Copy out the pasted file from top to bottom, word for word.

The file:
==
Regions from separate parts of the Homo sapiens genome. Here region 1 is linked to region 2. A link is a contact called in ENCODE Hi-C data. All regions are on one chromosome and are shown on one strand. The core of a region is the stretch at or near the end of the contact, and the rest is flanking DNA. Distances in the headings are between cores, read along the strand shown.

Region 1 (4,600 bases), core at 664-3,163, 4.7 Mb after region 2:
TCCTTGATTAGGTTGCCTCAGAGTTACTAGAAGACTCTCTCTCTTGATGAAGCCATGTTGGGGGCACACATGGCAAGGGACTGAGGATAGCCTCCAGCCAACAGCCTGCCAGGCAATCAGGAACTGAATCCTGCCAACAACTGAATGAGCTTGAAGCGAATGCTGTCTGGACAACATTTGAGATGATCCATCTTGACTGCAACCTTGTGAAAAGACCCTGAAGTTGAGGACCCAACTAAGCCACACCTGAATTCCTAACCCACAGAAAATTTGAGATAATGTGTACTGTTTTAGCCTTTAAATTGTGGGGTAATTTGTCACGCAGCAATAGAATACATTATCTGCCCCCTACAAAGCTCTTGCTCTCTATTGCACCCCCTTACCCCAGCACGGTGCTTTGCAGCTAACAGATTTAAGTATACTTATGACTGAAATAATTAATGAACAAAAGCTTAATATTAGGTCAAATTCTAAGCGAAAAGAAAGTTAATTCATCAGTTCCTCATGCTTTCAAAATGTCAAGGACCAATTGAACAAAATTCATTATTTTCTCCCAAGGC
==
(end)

Regions from separate parts of the Homo sapiens genome. Here region 1 is linked to region 2. A link is a contact called in ENCODE Hi-C data. All regions are on one chromosome and are shown on one strand. The core of a region is the stretch at or near the end of the contact, and the rest is flanking DNA. Distances in the headings are between cores, read along the strand shown.

Region 1 (4,600 bases), core at 664-3,163, 4.7 Mb after region 2:
TCCTTGATTAGGTTGCCTCAGAGTTACTAGAAGACTCTCTCTCTTGATGAAGCCATGTTGGGGGCACACATGGCAAGGGACTGAGGATAGCCTCCAGCCAACAGCCTGCCAGGCAATCAGGAACTGAATCCTGCCAACAACTGAATGAGCTTGAAGCGAATGCTGTCTGGACAACATTTGAGATGATCCATCTTGACTGCAACCTTGTGAAAAGACCCTGAAGTTGAGGACCCAACTAAGCCACACCTGAATTCCTAACCCACAGAAAATTTGAGATAATGTGTACTGTTTTAGCCTTTAAATTGTGGGGTAATTTGTCACGCAGCAATAGAATACATTATCTGCCCCCTACAAAGCTCTTGCTCTCTATTGCACCCCCTTACCCCAGCACGGTGCTTTGCAGCTAACAGATTTAAGTATACTTATGACTGAAATAATTAATGAACAAAAGCTTAATATTAGGTCAAATTCTAAGCGAAAAGAAAGTTAATTCATCAGTTCCTCATGCTTTCAAAATGTCAAGGACCAATTGAACAAAATTCATTATTTTCTCCCAAGGC